At least 16 people die when an American drone missile strikes a Pakistani Taliban training camp in the Zangara area of South Waziristan. Three Uzbek militants are among the dead. Pakistani Taliban leader Baitullah Mehsud reportedly survives the attack on his military compound in the region where top Al Qaeda leaders are believed to be hiding.
Eleven NATO soldiers, seven Americans, two Canadians and one Briton, die in four separate incidents in Afghanistan in two days. Ten deaths on Monday make it the deadliest day for the NATO and U.S.-led coalitions in nearly a year.
The day before the commencement of the 2009 Group of Eight (G8) Summit in L’Aquila, Italy ten people are arrested and at least thirty people are detained in an anti-capitalist protest. Rioters set fires and create roadblocks in the Italian capital of Rome.
Riots continue in the Chinese city of Urumqi as police clash with hundreds of Han Chinese who are wielding weapons. Police arrest 1,434 in connection with Sunday evening’s riot and impose a “comprehensive traffic control” for Tuesday night in order to prevent further ethnic violence between the Han Chinese and Muslim Uighurs that has already resulted in 156 deaths and at least 1,000 injuries.
Long-standing ethnic tensions between the Uighurs, a Turkic-speaking Muslim group, and the majority Han Chinese cause the largest ethnic clash in China since March of 2008. At least 140 people are killed and at least 800 are injured after a riot on Sunday by about 1,000 Uighurs in a large market area in Urumqi, the capital of the Xinjiang region. Xinjiang Public Security Department reports the arrests of several hundred riot participants and witnesses describe an increase in security measures in downtown Urumqi.
U.S. President Obama and Russian President Dmitry Medvedev sign a joint statement that supports a “new, comprehensive, legally binding agreement on reducing and limiting strategic offensive arms to replace the Strategic Arms Reduction Treaty (START), which expires on December 5, 2009.” The agreement requires both countries to reduce their strategic warheads to between 1,500 to 1,675 and warhead-delivering missiles to between 500 and 1,000.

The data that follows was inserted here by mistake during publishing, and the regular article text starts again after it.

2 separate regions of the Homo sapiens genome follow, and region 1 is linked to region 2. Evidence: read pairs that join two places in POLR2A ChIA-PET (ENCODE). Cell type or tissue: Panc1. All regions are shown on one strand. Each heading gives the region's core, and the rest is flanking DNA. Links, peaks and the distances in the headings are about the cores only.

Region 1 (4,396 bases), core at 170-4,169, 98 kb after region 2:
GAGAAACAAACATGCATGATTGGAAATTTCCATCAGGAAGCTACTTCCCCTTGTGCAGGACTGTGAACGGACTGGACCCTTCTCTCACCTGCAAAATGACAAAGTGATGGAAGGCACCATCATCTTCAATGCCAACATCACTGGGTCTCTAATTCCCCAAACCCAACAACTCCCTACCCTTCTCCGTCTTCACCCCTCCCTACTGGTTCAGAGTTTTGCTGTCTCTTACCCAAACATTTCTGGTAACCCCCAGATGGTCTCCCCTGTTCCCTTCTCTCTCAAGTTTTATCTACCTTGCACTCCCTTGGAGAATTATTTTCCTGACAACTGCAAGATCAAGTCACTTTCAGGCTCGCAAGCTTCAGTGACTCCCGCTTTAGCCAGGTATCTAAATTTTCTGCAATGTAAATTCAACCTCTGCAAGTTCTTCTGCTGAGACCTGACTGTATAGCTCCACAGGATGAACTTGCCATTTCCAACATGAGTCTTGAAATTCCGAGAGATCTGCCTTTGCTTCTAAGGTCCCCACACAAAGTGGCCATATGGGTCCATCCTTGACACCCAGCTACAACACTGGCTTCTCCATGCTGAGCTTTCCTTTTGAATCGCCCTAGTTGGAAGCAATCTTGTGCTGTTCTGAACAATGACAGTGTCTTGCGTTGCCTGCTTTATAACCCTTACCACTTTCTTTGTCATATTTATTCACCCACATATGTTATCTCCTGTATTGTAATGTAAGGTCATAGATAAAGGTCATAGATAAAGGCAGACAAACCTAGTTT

Honduran authorities prevent ousted President Jose Manuel Zelaya, traveling from Washington with United Nations General Assembly president Miguel d’Escoto Brockmann and a few advisers, from landing in the capital of Teguicigalpa. Zelaya lands in the capital city of El Salvador, San Salvador, after a stop in Managua, Nicaragua, to refuel and meet with allies Nicaraguan President Daniel Ortega and Venezuelan leader Hugo Chavez. One Zelaya supporter is killed and at least eight people are injured in a confrontation with national soldiers on the tarmac in Tegucigalpa while awaiting the former president’s arrival, according to rescue officials.
Ayatollah Mahmoud Hashemi-Shahroudi, the head of Iran’s judiciary, calls for a suppression of Iranian television and Internet media that is critical of the government. Iranian state television quotes Ayatollah Mahmoud Hashemi-Shahroudi as saying, in an address to the judiciary, “[t]hose who co-operate with such websites and television channels will face prosecution.”